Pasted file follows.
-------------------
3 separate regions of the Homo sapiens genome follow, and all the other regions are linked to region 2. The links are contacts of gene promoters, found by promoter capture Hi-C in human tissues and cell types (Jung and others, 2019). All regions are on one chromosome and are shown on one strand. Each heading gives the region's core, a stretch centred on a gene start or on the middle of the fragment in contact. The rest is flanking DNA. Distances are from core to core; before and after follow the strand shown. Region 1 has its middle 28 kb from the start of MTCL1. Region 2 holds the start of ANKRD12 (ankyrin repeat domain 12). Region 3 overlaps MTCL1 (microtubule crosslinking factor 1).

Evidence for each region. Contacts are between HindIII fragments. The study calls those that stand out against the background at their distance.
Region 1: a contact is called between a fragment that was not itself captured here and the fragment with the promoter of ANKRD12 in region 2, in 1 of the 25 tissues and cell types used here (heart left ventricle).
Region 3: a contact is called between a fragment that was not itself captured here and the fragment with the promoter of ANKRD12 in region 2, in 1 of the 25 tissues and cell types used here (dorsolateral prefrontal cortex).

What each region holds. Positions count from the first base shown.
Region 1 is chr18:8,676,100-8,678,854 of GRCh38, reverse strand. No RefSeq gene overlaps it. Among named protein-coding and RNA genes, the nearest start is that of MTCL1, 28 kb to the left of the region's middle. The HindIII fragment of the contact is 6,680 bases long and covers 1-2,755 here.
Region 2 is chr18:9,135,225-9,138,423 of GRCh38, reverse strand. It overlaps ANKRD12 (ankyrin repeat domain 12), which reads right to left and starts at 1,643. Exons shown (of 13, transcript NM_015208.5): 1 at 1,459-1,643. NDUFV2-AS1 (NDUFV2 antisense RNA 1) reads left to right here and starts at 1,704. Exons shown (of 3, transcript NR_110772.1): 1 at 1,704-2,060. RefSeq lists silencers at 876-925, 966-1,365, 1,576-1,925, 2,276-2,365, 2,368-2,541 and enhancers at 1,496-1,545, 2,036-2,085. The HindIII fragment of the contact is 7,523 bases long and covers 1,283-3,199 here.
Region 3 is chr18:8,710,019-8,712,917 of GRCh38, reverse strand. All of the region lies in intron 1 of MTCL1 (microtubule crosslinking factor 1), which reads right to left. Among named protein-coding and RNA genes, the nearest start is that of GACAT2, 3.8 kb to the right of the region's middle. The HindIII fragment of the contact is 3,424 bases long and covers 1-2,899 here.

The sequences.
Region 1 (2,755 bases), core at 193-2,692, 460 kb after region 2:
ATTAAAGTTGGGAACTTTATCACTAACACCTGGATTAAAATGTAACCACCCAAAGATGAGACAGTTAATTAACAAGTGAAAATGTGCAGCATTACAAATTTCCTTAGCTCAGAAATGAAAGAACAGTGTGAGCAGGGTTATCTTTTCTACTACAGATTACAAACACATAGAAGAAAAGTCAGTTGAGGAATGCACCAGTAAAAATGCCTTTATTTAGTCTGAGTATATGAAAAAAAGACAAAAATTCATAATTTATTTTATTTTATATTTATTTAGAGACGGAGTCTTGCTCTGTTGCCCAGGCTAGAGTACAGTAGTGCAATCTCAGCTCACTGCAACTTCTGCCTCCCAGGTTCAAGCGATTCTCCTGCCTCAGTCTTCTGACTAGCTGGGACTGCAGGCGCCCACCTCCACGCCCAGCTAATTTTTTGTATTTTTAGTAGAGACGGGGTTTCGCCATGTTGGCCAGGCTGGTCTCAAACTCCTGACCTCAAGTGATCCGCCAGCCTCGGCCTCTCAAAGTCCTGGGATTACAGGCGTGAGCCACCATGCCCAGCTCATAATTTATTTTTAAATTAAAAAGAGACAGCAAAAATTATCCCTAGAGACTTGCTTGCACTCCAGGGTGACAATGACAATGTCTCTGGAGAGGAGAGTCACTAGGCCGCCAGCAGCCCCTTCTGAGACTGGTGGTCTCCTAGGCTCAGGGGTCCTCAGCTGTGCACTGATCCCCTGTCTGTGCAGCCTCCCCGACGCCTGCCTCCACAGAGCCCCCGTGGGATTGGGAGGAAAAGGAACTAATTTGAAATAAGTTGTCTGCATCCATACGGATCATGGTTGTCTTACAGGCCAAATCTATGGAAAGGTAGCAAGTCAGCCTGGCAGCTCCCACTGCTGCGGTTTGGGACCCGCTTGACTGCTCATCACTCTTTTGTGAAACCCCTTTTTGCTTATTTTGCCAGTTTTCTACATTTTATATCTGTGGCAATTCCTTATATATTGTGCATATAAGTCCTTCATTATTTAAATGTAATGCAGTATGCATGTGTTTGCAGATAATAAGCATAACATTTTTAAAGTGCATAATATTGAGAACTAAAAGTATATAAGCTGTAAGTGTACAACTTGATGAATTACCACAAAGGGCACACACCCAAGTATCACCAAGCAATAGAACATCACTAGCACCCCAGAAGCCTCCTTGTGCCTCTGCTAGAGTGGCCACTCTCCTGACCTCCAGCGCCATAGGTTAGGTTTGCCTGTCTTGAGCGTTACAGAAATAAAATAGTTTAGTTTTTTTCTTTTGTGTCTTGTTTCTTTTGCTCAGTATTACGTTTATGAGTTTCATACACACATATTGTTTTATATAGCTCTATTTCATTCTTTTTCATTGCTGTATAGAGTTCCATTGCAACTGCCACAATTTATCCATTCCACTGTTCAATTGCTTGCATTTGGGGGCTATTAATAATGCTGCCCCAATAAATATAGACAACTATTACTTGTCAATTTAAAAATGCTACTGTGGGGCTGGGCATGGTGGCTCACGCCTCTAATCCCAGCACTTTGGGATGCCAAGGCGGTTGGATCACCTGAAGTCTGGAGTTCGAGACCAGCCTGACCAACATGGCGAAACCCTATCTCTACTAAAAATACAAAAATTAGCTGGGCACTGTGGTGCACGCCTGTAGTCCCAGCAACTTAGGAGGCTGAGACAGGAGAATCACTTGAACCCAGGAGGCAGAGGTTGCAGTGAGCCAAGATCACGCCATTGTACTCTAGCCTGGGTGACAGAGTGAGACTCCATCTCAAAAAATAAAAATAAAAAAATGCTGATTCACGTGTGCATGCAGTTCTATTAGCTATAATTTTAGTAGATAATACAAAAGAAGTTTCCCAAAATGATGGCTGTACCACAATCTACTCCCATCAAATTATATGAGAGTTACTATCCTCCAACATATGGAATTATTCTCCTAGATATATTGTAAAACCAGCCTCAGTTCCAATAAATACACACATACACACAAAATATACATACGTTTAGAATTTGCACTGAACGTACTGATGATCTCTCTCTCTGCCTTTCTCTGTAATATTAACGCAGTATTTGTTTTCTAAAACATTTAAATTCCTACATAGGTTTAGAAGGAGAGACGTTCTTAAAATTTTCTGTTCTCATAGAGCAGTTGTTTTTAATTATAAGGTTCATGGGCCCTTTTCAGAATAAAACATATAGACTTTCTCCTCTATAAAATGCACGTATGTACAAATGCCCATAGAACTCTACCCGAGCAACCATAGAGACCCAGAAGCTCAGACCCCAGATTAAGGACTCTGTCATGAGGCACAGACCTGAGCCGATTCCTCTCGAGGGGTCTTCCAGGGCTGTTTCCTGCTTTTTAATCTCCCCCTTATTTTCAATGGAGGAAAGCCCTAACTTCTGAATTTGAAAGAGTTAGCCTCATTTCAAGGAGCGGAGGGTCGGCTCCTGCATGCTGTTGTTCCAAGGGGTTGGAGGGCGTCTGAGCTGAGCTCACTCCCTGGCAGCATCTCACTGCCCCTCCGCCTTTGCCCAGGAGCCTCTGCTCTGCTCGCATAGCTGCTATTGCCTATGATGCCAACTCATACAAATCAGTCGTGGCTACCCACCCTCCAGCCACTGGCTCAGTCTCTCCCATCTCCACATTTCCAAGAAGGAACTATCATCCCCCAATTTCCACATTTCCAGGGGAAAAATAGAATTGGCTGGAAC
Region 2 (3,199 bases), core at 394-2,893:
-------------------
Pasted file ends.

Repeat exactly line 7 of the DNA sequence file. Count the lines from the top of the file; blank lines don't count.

Region 2 is chr18:9,135,225-9,138,423 of GRCh38, reverse strand. It overlaps ANKRD12 (ankyrin repeat domain 12), which reads right to left and starts at 1,643. Exons shown (of 13, transcript NM_015208.5): 1 at 1,459-1,643. NDUFV2-AS1 (NDUFV2 antisense RNA 1) reads left to right here and starts at 1,704. Exons shown (of 3, transcript NR_110772.1): 1 at 1,704-2,060. RefSeq lists silencers at 876-925, 966-1,365, 1,576-1,925, 2,276-2,365, 2,368-2,541 and enhancers at 1,496-1,545, 2,036-2,085. The HindIII fragment of the contact is 7,523 bases long and covers 1,283-3,199 here.